A Specific Theory of ModelsAD: On Beauty, September/October 2019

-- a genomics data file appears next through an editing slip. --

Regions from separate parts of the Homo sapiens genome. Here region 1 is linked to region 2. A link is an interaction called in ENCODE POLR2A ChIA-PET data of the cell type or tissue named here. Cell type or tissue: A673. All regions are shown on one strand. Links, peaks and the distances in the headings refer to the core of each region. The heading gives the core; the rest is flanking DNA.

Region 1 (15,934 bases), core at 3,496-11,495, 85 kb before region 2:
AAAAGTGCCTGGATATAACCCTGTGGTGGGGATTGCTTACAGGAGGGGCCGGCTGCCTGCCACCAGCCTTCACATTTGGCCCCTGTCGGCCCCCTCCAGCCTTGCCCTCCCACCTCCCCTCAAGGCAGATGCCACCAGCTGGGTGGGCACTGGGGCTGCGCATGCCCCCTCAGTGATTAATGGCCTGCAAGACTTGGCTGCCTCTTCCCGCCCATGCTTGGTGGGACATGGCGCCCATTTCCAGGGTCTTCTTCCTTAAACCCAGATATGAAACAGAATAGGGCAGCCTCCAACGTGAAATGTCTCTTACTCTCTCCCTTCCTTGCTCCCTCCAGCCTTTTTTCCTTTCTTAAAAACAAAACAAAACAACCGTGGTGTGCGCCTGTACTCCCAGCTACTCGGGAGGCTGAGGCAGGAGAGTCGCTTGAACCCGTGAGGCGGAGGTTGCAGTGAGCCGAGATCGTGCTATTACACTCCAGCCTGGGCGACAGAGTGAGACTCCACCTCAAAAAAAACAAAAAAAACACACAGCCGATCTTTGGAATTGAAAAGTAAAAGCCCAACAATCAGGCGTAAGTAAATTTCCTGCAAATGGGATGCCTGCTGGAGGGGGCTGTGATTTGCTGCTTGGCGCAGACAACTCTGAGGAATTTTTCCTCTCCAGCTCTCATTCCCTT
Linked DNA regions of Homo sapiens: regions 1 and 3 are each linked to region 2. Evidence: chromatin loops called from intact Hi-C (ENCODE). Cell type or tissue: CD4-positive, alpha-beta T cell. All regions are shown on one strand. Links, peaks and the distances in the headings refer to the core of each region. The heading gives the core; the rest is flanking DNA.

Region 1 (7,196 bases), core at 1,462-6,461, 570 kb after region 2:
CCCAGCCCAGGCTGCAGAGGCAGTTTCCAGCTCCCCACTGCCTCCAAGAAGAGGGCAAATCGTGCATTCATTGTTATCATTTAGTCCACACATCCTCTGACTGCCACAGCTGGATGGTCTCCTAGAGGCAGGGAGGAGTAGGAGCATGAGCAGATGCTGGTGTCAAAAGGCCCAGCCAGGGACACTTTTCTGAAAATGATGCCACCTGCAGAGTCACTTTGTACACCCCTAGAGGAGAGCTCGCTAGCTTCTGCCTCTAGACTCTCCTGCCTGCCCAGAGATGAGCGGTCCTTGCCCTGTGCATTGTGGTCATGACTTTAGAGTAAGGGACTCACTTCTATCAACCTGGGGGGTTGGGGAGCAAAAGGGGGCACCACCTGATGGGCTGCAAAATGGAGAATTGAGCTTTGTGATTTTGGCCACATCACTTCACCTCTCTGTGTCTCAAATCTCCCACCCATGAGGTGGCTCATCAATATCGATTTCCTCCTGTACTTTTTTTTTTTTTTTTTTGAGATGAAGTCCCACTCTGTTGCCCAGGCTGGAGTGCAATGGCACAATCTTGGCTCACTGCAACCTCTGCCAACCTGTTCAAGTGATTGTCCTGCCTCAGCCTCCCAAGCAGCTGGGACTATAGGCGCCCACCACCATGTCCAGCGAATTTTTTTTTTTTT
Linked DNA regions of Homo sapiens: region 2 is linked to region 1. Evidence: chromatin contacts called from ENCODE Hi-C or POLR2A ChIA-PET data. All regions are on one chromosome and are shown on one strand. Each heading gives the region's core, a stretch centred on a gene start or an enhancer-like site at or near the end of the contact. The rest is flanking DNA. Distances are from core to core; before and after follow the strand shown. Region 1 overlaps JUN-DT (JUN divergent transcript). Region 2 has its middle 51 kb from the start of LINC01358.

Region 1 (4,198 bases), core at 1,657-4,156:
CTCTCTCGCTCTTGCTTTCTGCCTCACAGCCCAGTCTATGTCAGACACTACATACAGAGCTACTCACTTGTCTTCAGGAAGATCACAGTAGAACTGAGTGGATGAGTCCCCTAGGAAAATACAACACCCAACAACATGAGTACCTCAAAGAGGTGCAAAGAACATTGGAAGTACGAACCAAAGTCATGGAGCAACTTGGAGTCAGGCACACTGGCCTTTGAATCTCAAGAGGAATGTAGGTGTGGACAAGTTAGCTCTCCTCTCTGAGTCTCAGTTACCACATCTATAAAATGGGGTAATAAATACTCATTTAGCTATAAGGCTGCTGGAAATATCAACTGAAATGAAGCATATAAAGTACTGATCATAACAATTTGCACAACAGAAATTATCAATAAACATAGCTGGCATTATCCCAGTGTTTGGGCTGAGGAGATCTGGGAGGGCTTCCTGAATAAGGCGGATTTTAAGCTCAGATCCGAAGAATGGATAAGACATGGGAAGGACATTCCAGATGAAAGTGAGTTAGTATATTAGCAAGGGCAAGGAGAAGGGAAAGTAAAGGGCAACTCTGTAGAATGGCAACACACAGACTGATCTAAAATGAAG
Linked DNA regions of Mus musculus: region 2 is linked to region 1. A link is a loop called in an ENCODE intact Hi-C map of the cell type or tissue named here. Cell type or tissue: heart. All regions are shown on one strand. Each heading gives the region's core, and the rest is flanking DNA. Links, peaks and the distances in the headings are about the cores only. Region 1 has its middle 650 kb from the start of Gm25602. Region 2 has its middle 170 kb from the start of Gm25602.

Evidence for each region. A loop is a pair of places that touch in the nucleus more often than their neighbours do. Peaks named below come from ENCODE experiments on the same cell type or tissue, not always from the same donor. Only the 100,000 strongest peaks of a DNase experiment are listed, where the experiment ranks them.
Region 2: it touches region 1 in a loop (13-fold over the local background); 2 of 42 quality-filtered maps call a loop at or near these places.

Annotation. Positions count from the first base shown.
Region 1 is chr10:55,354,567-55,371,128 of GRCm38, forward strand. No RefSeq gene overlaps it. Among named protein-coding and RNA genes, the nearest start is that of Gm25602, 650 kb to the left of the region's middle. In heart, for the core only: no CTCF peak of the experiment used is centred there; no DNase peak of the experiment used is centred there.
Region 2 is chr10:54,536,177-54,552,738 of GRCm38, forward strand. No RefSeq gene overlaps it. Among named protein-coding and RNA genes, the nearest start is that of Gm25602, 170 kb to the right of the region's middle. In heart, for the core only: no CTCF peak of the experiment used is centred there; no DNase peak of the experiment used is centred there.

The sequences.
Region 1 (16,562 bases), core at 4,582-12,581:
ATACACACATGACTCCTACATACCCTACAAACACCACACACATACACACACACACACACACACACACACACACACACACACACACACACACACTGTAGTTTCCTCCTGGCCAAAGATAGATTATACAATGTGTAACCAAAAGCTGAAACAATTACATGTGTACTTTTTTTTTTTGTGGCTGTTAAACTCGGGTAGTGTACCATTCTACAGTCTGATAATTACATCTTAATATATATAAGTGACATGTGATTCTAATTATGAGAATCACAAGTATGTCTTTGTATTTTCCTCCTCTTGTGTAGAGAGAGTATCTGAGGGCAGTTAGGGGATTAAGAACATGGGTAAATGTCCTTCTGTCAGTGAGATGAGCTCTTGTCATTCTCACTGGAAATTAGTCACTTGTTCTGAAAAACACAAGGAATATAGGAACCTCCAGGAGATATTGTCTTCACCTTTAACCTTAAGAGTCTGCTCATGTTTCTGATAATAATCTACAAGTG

Architecture needs new scales of engagement. The scope of anthropocentric attention is one of familiarity and comfort, defined by and for the human hand and eye. It turns all the diverse and wild entities of the world into things “for us,” as if all the snowflakes, gas giants, polar bears, kittens, and aircraft carriers of the world existed only to serve the human mind. Now is the time for architects to engage with the massive variety of entities and scales that make up reality, as unsettling and unfamiliar as that might be. Freed from allegiance to the human scale, architecture can refocus on challenging our expectations of what our access to reality is like. In the philosopher Timothy Morton’s Hyperobjects (2013) we see what can happen when we shift our attention from the human scale to that of the half-life of plutonium or the slowly shifting drone of the standing pressure wave over the Atlantic Ocean.We might also consider objects at a scale much smaller than human existence: “hypo-objects,” perhaps. In place of the human scale, we might jointly leverage the resources of the vast and the miniature, conceiving architecture at the scale of planets or toys. The aim would be to enchant the familiar by flattening assumed scale hierarchies onto a single ontological plane, as in the film Men in Black, when a jewel on the collar of a cat is found to contain a galaxy. ...